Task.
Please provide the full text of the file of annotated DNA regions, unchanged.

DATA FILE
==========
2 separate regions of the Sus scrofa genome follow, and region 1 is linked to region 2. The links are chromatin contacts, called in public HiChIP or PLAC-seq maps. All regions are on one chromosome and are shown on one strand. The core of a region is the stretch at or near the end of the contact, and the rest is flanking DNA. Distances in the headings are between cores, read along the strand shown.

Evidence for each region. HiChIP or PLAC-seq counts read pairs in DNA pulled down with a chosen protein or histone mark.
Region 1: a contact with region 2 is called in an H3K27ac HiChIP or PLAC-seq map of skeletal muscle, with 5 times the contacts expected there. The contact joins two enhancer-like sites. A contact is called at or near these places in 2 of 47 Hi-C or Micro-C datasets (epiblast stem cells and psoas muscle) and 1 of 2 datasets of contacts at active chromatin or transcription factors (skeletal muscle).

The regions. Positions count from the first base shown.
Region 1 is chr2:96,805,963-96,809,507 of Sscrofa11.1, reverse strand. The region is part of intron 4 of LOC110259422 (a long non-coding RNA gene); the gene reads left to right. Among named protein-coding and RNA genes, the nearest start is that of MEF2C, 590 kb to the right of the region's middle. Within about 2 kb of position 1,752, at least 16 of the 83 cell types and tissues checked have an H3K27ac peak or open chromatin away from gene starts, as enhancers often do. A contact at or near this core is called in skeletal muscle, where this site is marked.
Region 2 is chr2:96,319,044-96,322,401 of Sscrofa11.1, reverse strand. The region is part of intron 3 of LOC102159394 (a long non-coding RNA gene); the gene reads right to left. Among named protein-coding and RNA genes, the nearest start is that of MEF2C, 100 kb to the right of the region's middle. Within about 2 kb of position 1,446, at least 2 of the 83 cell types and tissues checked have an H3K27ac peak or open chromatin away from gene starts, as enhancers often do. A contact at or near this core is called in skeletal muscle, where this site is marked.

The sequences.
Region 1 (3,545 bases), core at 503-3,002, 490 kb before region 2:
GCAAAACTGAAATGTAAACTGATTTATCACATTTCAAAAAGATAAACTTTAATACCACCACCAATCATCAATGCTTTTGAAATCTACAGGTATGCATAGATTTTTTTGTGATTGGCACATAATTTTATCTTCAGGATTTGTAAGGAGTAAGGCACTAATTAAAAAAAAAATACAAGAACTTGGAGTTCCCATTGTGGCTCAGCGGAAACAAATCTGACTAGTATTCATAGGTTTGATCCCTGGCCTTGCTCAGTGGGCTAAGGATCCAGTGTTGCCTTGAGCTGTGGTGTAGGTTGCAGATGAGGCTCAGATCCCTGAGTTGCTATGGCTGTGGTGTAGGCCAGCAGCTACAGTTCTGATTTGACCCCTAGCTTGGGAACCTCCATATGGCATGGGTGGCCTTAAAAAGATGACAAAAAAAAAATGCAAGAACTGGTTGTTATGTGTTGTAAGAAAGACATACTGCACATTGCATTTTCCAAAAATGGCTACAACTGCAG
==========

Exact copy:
2 separate regions of the Sus scrofa genome follow, and region 1 is linked to region 2. The links are chromatin contacts, called in public HiChIP or PLAC-seq maps. All regions are on one chromosome and are shown on one strand. The core of a region is the stretch at or near the end of the contact, and the rest is flanking DNA. Distances in the headings are between cores, read along the strand shown.

Evidence for each region. HiChIP or PLAC-seq counts read pairs in DNA pulled down with a chosen protein or histone mark.
Region 1: a contact with region 2 is called in an H3K27ac HiChIP or PLAC-seq map of skeletal muscle, with 5 times the contacts expected there. The contact joins two enhancer-like sites. A contact is called at or near these places in 2 of 47 Hi-C or Micro-C datasets (epiblast stem cells and psoas muscle) and 1 of 2 datasets of contacts at active chromatin or transcription factors (skeletal muscle).

The regions. Positions count from the first base shown.
Region 1 is chr2:96,805,963-96,809,507 of Sscrofa11.1, reverse strand. The region is part of intron 4 of LOC110259422 (a long non-coding RNA gene); the gene reads left to right. Among named protein-coding and RNA genes, the nearest start is that of MEF2C, 590 kb to the right of the region's middle. Within about 2 kb of position 1,752, at least 16 of the 83 cell types and tissues checked have an H3K27ac peak or open chromatin away from gene starts, as enhancers often do. A contact at or near this core is called in skeletal muscle, where this site is marked.
Region 2 is chr2:96,319,044-96,322,401 of Sscrofa11.1, reverse strand. The region is part of intron 3 of LOC102159394 (a long non-coding RNA gene); the gene reads right to left. Among named protein-coding and RNA genes, the nearest start is that of MEF2C, 100 kb to the right of the region's middle. Within about 2 kb of position 1,446, at least 2 of the 83 cell types and tissues checked have an H3K27ac peak or open chromatin away from gene starts, as enhancers often do. A contact at or near this core is called in skeletal muscle, where this site is marked.

The sequences.
Region 1 (3,545 bases), core at 503-3,002, 490 kb before region 2:
GCAAAACTGAAATGTAAACTGATTTATCACATTTCAAAAAGATAAACTTTAATACCACCACCAATCATCAATGCTTTTGAAATCTACAGGTATGCATAGATTTTTTTGTGATTGGCACATAATTTTATCTTCAGGATTTGTAAGGAGTAAGGCACTAATTAAAAAAAAAATACAAGAACTTGGAGTTCCCATTGTGGCTCAGCGGAAACAAATCTGACTAGTATTCATAGGTTTGATCCCTGGCCTTGCTCAGTGGGCTAAGGATCCAGTGTTGCCTTGAGCTGTGGTGTAGGTTGCAGATGAGGCTCAGATCCCTGAGTTGCTATGGCTGTGGTGTAGGCCAGCAGCTACAGTTCTGATTTGACCCCTAGCTTGGGAACCTCCATATGGCATGGGTGGCCTTAAAAAGATGACAAAAAAAAAATGCAAGAACTGGTTGTTATGTGTTGTAAGAAAGACATACTGCACATTGCATTTTCCAAAAATGGCTACAACTGCAG